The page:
Alzheimer  s Disease and Head Size

When it comes to Alzheimer's disease, head size may offer protection against progressing symptoms, according to a recent study published in the journal Neurology.

The study, conduced by researchers at the Technical University of Munich in Germany, found that Alzheimer's disease patients with the largest craniums had less brain atrophy and less advanced dementia and scored better on memory and cognitive skill tests than those study participants with smaller skulls.

One reason, speculated the researchers, may be because larger brains have more cognitive power in reserve, although it's not certain that head and brain size and progressing Alzheimer's symptoms are linked.

The scientists studied the medical records of 270 Alzheimer's disease patients from the United States, Canada, Germany, and Greece. The patients had all been given memory and cognitive skill tests as well as an MRI (magnetic resonance imaging) scan of their brains to measure the extent of their disease determined by the amount of cell death found. The patients' head size was then taken using a tape measure.

The study results showed that patients with larger heads performed better on the memory and thinking tests even though they had the same degree of disease as their smaller head counterparts.

Staying Brain Healthy
Although the causes of Alzheimer's disease-the most common form of dementia-are unknown, risk factors for the ailment include a family history of the disease and aging. While you can't change those risk factors, there are many things you can do to keep your brain healthy as you age.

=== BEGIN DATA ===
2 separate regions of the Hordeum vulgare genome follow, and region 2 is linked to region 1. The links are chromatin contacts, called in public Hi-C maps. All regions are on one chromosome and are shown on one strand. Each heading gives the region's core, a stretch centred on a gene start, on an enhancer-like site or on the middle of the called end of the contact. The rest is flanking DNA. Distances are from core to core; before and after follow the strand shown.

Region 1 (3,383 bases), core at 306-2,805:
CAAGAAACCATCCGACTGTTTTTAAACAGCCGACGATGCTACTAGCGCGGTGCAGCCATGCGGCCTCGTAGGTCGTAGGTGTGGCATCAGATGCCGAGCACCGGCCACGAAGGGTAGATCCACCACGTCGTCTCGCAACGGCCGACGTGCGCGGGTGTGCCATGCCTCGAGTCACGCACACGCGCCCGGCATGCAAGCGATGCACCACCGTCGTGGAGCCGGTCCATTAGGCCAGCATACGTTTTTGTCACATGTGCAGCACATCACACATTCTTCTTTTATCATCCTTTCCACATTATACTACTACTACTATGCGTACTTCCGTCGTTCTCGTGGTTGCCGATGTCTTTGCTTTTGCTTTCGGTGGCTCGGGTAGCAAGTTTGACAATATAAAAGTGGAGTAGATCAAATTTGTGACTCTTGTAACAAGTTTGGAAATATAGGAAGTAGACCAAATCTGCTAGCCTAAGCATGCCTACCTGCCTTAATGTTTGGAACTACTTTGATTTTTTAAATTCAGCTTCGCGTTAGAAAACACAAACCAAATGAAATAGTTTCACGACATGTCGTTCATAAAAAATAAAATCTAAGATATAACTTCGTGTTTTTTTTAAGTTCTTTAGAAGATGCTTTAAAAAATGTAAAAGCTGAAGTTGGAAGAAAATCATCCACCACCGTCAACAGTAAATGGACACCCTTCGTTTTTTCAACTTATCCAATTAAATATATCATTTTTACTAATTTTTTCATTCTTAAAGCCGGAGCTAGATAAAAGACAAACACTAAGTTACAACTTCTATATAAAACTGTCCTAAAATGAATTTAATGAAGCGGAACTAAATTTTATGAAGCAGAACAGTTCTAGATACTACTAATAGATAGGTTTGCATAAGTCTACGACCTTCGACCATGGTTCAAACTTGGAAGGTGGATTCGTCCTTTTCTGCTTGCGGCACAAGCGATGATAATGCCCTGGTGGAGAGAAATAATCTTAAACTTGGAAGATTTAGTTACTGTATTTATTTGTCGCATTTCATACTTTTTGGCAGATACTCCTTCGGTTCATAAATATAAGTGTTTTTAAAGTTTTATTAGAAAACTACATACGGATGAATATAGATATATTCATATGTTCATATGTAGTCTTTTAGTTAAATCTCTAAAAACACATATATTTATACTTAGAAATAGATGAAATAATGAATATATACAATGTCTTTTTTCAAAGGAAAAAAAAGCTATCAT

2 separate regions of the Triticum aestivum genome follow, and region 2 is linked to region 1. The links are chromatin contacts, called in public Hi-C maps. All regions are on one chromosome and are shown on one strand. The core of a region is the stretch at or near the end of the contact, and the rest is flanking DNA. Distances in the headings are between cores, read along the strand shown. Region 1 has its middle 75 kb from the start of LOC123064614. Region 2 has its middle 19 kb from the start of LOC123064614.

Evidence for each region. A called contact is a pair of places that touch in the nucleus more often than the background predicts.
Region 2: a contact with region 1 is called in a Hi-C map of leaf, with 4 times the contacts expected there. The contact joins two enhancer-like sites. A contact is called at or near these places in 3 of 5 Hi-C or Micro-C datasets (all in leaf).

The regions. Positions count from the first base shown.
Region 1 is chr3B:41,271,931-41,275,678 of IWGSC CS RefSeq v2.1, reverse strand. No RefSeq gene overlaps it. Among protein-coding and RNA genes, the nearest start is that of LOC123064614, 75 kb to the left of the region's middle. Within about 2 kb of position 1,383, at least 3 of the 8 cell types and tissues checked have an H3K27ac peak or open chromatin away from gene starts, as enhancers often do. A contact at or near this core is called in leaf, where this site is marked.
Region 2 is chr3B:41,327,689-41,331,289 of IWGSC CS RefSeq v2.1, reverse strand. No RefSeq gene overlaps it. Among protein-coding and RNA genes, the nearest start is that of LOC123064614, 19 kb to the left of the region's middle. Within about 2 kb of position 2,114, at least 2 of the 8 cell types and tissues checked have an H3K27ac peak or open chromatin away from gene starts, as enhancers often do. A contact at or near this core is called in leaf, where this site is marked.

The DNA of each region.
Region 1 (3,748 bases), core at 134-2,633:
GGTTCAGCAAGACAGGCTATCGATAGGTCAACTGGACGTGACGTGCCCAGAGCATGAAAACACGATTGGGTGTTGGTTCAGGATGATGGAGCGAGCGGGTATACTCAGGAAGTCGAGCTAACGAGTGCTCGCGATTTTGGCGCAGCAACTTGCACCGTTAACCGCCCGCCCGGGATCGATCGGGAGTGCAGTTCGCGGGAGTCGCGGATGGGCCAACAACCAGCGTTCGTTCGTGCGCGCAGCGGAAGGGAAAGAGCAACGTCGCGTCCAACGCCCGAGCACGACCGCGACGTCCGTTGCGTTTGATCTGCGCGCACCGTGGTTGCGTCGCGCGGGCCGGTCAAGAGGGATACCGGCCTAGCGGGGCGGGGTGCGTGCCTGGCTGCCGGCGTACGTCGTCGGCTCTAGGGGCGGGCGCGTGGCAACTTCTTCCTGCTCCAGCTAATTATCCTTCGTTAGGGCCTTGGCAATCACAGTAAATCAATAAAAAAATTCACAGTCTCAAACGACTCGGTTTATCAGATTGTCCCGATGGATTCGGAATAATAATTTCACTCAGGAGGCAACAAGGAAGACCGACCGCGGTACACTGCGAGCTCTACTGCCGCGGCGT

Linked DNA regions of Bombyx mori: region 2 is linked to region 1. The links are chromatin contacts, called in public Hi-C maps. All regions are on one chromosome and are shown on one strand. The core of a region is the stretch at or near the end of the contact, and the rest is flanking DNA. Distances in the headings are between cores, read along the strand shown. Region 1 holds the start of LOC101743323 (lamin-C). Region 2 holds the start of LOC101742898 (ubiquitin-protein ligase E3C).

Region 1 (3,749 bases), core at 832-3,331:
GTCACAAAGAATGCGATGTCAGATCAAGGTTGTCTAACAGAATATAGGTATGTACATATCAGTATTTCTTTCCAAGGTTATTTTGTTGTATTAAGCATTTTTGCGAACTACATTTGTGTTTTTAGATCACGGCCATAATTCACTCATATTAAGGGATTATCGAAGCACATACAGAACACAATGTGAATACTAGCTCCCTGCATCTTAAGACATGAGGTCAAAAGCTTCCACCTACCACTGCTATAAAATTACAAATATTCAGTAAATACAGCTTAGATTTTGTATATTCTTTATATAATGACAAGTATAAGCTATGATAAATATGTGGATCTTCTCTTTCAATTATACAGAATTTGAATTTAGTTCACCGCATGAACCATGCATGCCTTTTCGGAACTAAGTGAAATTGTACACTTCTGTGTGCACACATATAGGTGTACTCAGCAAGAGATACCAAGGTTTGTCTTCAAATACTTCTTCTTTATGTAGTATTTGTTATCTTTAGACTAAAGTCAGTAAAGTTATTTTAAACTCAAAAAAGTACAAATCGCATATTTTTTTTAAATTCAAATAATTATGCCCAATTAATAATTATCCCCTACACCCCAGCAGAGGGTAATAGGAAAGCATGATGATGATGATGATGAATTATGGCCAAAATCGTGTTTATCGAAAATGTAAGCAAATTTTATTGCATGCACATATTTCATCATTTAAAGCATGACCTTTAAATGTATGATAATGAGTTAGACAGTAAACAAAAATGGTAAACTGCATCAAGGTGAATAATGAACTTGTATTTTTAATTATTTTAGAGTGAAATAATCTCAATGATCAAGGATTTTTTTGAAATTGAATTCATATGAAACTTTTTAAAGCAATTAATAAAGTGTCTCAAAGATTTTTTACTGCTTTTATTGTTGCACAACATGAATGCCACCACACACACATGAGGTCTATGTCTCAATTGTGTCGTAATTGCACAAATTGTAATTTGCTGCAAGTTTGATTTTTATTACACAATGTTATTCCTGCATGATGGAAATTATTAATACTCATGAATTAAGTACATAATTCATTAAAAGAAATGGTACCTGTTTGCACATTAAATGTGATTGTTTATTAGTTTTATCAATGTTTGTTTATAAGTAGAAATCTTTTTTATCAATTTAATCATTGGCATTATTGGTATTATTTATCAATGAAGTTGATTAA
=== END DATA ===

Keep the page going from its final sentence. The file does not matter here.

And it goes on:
The Alzheimer's Association offers these suggestions:

  • Stay physically active.
    Physical exercise helps maintain good blood flow to the brain and encourages the growth of new brain cells. Staying active also reduces your chances for heart attack, stroke, and diabetes, giving you further protection against those risk factors for Alzheimer's and other types of dementia. Try getting 30 minutes of moderate aerobic exercise a day, such as walking, bicycling, or gardening.
  • Eat a brain-healthy diet.
    Research is suggesting a link between high levels of cholesterol and an increased risk for stroke and brain cell damage. Eating a low-fat, low-cholesterol diet can help you stay brain fit. Increasing evidence is showing that a diet high in antioxidants found in dark vegetables and fruits may protect brain cells.
  • Stretch your brain.
    Participating in mentally stimulating activities strengthen brain cells and may help new ones grow. Reading, writing, and working on crossword or other puzzles can help. Also, keep your brain active by enrolling in adult-education courses.

Science Daily. "Larger Head Size May Protect Against Alzheimer's Symptoms." July 13, 2010. Web.

The Medical News. "Larger heads may protect against Alzheimer's disease: Study." July 13, 2010. Web.

MedlinePlus. "Could Having a Bigger Head Help Slow Alzheimer's?" July 12, 2010. Web.

Alzheimer's Association. Brain Health.